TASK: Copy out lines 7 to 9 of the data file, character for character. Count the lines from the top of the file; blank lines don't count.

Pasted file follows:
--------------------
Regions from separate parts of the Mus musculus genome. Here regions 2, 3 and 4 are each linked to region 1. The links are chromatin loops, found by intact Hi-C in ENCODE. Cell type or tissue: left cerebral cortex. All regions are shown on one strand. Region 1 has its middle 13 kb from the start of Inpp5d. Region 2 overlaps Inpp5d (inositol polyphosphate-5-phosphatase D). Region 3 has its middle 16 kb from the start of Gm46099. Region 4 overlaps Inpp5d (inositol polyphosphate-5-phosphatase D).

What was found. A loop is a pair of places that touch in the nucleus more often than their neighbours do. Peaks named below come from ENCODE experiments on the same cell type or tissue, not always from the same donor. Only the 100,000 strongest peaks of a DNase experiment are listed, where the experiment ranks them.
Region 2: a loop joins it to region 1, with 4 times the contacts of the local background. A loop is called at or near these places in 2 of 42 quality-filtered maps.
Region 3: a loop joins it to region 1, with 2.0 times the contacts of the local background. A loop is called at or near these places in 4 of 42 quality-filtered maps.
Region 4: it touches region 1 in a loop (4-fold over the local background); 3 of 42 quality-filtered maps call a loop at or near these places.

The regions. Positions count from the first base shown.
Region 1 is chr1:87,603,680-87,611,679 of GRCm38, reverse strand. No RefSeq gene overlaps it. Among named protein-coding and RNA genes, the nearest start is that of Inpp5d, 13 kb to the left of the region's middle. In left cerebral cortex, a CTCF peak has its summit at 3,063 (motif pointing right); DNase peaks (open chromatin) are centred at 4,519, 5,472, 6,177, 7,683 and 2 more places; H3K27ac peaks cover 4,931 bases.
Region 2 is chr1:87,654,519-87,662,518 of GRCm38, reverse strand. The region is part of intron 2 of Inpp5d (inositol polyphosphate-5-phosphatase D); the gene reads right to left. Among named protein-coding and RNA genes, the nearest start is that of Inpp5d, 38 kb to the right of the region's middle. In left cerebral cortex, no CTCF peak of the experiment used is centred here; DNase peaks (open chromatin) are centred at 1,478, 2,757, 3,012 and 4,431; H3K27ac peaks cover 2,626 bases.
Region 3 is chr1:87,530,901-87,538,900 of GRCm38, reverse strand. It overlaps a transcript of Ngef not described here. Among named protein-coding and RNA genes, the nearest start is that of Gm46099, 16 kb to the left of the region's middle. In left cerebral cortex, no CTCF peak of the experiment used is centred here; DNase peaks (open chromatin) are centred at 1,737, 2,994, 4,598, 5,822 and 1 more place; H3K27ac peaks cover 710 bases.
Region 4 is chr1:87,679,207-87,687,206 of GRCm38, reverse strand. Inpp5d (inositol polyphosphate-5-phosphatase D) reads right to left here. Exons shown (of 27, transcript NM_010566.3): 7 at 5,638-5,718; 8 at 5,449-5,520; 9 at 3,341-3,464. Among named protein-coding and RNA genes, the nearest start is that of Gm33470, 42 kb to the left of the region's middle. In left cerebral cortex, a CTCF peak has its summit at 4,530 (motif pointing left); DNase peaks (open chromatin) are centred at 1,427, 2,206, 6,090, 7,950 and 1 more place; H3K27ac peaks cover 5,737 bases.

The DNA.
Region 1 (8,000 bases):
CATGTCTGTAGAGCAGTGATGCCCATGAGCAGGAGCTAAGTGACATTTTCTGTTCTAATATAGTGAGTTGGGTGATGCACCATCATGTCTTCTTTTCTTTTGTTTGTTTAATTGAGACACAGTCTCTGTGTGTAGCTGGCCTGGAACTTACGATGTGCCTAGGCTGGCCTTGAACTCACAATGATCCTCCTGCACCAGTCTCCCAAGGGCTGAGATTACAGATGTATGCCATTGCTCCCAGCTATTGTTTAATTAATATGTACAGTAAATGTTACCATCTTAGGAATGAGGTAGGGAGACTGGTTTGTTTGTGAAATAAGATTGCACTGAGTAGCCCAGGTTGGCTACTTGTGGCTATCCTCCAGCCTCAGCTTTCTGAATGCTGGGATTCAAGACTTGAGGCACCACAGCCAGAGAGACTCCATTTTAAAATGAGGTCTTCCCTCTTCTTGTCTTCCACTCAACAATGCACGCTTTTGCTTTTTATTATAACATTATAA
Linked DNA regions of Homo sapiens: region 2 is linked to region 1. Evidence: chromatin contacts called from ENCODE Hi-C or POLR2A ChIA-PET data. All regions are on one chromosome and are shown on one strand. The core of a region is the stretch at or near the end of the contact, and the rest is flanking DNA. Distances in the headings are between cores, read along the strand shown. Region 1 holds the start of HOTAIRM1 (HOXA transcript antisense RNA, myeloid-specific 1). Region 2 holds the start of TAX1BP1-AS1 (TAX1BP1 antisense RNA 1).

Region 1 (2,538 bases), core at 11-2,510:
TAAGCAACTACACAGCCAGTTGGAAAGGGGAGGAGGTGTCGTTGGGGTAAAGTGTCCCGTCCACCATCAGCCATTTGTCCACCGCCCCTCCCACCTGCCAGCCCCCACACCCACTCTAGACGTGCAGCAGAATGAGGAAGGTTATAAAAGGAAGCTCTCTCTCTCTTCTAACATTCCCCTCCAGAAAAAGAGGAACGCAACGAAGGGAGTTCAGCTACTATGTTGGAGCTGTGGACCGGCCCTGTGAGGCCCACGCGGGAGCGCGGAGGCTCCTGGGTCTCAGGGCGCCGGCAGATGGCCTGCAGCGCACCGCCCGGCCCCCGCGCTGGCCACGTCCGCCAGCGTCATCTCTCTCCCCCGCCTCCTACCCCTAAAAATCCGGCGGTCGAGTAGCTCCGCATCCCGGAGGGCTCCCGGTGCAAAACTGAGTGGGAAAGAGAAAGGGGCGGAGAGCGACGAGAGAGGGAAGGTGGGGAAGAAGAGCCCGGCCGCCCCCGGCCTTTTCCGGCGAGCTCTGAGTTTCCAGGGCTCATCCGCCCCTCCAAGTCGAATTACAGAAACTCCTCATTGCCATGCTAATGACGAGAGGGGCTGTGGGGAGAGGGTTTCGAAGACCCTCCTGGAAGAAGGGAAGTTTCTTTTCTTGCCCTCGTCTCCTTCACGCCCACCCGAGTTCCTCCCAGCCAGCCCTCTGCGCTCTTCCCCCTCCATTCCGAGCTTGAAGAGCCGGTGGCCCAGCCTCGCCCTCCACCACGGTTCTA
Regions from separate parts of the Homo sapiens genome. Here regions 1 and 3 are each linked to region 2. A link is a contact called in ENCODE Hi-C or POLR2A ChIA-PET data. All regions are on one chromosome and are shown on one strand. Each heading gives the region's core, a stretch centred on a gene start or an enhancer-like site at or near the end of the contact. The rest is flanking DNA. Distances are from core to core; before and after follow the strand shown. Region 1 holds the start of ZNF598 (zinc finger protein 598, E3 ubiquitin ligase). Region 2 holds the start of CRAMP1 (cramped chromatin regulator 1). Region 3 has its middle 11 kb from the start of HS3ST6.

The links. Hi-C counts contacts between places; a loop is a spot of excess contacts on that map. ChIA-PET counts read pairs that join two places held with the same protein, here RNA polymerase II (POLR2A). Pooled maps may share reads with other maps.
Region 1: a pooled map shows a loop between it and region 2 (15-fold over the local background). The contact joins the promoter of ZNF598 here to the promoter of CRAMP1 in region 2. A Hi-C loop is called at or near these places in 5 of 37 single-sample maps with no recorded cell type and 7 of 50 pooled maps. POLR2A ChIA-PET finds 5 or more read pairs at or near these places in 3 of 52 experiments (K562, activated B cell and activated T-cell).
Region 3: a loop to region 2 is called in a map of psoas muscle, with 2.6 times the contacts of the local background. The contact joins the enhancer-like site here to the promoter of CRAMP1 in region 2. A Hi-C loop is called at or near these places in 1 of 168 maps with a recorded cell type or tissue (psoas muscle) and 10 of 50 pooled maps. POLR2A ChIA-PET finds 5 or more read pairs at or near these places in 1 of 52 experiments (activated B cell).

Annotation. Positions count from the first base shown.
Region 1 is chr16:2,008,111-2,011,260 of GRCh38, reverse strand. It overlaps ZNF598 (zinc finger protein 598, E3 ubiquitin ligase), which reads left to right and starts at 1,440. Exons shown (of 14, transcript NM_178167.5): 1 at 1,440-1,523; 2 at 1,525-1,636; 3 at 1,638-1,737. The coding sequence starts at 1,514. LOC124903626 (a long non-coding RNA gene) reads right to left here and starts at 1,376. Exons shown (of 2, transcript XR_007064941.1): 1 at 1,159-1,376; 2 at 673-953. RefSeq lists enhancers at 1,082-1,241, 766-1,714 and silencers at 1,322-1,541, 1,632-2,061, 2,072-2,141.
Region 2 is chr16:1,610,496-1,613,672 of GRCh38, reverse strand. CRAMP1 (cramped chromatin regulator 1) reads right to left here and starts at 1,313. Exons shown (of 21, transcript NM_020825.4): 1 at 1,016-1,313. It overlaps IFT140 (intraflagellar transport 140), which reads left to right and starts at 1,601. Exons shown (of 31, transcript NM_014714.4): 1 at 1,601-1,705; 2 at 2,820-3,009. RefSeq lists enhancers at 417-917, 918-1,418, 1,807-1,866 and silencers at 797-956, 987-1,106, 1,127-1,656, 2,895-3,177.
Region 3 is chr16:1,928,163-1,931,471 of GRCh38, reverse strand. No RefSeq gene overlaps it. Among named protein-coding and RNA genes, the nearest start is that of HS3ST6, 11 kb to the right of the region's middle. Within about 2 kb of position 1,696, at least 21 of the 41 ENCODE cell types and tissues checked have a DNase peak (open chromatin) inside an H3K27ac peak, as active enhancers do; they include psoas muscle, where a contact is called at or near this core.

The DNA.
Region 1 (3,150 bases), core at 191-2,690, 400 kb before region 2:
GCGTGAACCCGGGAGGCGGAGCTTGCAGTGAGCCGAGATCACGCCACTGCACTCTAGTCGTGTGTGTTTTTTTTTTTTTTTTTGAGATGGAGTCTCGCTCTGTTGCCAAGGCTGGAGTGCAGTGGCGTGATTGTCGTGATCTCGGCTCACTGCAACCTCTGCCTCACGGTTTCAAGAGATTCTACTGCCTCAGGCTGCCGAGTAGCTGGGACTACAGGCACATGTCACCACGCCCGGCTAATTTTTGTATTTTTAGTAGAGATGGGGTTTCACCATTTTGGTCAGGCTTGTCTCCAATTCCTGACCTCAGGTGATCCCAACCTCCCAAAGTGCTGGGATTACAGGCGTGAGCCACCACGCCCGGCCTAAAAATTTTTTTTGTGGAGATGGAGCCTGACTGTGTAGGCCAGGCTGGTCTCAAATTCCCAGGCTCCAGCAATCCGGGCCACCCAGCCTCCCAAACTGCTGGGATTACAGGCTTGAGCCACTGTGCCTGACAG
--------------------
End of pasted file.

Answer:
Region 1 is chr1:87,603,680-87,611,679 of GRCm38, reverse strand. No RefSeq gene overlaps it. Among named protein-coding and RNA genes, the nearest start is that of Inpp5d, 13 kb to the left of the region's middle. In left cerebral cortex, a CTCF peak has its summit at 3,063 (motif pointing right); DNase peaks (open chromatin) are centred at 4,519, 5,472, 6,177, 7,683 and 2 more places; H3K27ac peaks cover 4,931 bases.
Region 2 is chr1:87,654,519-87,662,518 of GRCm38, reverse strand. The region is part of intron 2 of Inpp5d (inositol polyphosphate-5-phosphatase D); the gene reads right to left. Among named protein-coding and RNA genes, the nearest start is that of Inpp5d, 38 kb to the right of the region's middle. In left cerebral cortex, no CTCF peak of the experiment used is centred here; DNase peaks (open chromatin) are centred at 1,478, 2,757, 3,012 and 4,431; H3K27ac peaks cover 2,626 bases.
Region 3 is chr1:87,530,901-87,538,900 of GRCm38, reverse strand. It overlaps a transcript of Ngef not described here. Among named protein-coding and RNA genes, the nearest start is that of Gm46099, 16 kb to the left of the region's middle. In left cerebral cortex, no CTCF peak of the experiment used is centred here; DNase peaks (open chromatin) are centred at 1,737, 2,994, 4,598, 5,822 and 1 more place; H3K27ac peaks cover 710 bases.